The government has appointed new managing directors (MDs) to three state-owned banks as the posts remained vacant for over a month. The Bank and Financial Division under the Finance Ministry yesterday issued a circular over the appointment the new MDs. According to the circular, Karmasangsthan Bank Managing Director Md Obayed Ullah Al Masud has been appointed as Sonali Bank MD while Ansar VDP Unnayan Bank Managing Director Mohammad Shams-Ul Islam as Agrani Bank MD, while Probashi Kallyan Bank Managing Director Ataur Rahman as Rupali Bank MD. Earlier on June 29, Bangladesh Bank dismissed Syed Abdul Hamid from his post of managing director in Agrani Bank over a loan scam.
Higher capital requirement to meet Basel-III obligation and the deadweight of classified loans have resulted in capital shortfall in eight banks and substantial erosion in the surplus capital of 48 others. The aggregate capital surplus of all banks came down to BDT 10.8 billion as on March 31 from BDT 23.96 billion three months before, according to the central bank’s latest statistics. Under the roadmap for implementation of the Basel-III framework, the banks will have to maintain 10.6% of capital to risk weighted assets ratio (CRAR) under the Basel-III standard in 2016 instead of 10.0% for 2015. Such higher requirements have already come into effect from the Q1 of this calendar year aiming to strengthen stability in the banking sector, they explained. The banks will have to maintain 11.25% CRAR by 2017 and 11.88% by 2018. Finally in 2019, it will hit the desired level of 12.5%, according to the roadmap. The declining trend in surplus capital also pushed down the CRAR of all banks to 10.6% in the Q1 of this year. It was 10.8% of the previous quarter of the last year under Basel-III calculations. The amount of NPLs swelled by more than 15.0% to BDT 594.1 billion during the Q1 of this year from BDT 513.71 billion in the preceding quarter. The total regulatory capital rose to BDT 756.12 billion during the January-March period from BDT 753.5 billion in the final quarter of the last calendar year, the BB data showed.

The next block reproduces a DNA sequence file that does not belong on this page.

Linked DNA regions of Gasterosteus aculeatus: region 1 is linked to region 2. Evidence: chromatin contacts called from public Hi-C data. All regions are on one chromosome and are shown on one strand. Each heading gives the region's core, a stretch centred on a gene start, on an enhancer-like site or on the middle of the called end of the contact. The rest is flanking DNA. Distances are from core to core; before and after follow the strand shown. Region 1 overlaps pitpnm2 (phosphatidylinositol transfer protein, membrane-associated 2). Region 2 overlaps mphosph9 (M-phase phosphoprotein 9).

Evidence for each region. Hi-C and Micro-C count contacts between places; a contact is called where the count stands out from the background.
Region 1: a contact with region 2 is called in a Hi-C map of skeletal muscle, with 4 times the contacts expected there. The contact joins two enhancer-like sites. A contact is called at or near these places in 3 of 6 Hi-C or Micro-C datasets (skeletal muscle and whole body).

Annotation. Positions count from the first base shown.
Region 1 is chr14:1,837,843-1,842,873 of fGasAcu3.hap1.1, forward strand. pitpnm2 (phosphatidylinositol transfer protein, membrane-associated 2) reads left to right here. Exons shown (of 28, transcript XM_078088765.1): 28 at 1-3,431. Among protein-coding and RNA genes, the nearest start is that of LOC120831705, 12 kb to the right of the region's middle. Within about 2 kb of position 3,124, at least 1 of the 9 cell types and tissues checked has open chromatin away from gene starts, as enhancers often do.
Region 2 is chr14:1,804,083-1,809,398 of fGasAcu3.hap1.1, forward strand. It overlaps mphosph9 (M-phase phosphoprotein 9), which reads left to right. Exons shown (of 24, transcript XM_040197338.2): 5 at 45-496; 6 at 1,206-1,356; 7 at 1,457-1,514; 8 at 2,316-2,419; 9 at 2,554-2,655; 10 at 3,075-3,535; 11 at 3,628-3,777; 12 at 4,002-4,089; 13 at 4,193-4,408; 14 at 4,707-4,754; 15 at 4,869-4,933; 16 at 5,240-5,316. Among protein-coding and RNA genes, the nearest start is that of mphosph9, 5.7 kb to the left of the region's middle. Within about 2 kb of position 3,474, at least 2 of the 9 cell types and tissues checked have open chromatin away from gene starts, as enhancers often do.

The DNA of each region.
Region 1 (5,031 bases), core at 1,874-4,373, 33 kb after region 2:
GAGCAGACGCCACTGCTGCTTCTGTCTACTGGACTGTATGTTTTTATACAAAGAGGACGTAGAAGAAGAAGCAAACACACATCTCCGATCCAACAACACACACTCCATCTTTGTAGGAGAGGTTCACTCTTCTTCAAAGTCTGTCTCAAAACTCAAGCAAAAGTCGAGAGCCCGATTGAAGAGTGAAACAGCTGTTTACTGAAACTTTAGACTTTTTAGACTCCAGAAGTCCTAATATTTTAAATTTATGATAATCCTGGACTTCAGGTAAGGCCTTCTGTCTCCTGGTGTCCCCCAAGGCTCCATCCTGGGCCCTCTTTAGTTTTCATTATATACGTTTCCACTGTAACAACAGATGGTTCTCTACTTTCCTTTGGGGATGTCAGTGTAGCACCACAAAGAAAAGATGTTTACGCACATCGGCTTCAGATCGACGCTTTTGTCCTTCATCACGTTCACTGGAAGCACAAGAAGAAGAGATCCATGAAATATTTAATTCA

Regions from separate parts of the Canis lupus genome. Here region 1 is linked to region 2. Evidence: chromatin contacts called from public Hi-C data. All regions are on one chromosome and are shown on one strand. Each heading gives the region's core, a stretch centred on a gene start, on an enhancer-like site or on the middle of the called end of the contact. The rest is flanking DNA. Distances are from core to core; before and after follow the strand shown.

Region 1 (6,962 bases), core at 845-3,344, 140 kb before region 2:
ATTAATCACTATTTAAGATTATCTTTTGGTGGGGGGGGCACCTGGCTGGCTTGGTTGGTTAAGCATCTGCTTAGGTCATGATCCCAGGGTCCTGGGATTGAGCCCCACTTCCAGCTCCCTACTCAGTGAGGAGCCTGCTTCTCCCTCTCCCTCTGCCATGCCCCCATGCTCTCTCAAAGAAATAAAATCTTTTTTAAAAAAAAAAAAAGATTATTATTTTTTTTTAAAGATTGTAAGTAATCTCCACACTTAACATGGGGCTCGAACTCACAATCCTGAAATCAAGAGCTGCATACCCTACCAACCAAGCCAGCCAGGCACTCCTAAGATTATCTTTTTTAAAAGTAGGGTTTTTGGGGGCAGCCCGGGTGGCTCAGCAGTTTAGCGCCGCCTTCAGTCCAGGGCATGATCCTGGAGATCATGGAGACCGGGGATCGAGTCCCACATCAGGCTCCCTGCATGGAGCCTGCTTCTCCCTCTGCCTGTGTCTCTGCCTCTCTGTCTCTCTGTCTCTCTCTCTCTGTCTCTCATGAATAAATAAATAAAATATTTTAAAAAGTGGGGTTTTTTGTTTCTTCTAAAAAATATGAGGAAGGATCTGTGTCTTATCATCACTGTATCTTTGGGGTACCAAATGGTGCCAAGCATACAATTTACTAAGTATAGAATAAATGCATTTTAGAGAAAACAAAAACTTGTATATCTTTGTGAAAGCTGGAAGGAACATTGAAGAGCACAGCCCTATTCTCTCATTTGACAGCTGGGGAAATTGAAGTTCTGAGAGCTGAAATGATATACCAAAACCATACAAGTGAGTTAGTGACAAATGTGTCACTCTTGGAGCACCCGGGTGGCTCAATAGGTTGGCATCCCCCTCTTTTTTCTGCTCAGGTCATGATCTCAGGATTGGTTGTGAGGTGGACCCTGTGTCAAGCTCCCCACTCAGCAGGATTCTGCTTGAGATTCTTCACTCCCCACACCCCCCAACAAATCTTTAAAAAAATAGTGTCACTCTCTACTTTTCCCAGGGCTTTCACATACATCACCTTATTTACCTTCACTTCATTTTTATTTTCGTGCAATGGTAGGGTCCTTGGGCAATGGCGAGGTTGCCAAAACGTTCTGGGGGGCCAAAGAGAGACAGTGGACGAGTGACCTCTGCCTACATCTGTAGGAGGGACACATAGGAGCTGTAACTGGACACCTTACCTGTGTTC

MRA scraps licences of 95 MFIs for breach of rules